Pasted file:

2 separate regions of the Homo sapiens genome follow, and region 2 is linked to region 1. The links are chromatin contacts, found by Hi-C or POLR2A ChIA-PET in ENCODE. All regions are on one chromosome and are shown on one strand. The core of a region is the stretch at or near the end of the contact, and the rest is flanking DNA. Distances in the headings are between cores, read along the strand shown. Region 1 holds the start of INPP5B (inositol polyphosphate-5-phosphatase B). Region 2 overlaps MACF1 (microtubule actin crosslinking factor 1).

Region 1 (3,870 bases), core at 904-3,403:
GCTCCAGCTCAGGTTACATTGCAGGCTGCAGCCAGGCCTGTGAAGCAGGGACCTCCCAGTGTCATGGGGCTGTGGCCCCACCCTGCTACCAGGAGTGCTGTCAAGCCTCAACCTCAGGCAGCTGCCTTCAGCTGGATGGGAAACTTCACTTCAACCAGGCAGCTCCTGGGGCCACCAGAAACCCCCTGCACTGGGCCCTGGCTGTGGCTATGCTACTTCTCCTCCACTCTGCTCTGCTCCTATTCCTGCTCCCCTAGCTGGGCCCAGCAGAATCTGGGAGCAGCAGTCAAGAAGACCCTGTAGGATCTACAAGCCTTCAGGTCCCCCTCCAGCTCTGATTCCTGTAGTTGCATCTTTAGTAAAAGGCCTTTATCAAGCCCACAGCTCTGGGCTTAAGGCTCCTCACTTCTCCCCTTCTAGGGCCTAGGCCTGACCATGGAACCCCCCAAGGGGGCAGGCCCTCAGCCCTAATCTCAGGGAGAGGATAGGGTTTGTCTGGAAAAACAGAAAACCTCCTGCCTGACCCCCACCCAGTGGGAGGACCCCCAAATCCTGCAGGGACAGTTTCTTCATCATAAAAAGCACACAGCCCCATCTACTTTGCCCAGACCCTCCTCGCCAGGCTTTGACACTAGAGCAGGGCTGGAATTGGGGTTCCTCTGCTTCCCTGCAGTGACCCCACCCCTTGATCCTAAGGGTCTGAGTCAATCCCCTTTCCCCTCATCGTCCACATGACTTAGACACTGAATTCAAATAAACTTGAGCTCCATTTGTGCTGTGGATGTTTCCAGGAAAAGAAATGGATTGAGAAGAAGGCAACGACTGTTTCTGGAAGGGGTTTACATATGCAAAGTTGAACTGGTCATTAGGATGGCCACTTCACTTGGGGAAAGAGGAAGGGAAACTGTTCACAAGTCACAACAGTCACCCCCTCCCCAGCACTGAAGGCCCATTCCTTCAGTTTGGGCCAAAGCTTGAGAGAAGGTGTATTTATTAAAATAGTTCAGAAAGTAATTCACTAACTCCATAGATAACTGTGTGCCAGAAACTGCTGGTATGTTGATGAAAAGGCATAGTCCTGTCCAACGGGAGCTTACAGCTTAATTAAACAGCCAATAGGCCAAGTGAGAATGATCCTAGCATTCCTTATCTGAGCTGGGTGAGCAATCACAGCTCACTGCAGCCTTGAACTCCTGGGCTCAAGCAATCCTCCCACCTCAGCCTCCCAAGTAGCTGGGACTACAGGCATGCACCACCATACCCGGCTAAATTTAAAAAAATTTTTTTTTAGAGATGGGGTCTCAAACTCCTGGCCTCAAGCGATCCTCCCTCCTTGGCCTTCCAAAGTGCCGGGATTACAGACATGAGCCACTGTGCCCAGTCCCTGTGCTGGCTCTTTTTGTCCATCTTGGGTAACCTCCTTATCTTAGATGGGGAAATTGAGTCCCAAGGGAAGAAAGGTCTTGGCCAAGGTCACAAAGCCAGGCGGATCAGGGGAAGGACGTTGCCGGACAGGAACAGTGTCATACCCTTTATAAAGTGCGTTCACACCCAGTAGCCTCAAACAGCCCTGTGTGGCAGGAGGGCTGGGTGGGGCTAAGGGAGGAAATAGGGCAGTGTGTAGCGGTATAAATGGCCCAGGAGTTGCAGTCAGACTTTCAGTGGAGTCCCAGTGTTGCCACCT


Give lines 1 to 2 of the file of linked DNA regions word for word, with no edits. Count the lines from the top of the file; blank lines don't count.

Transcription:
2 separate regions of the Homo sapiens genome follow, and region 2 is linked to region 1. The links are chromatin contacts, found by Hi-C or POLR2A ChIA-PET in ENCODE. All regions are on one chromosome and are shown on one strand. The core of a region is the stretch at or near the end of the contact, and the rest is flanking DNA. Distances in the headings are between cores, read along the strand shown. Region 1 holds the start of INPP5B (inositol polyphosphate-5-phosphatase B). Region 2 overlaps MACF1 (microtubule actin crosslinking factor 1).

Region 1 (3,870 bases), core at 904-3,403: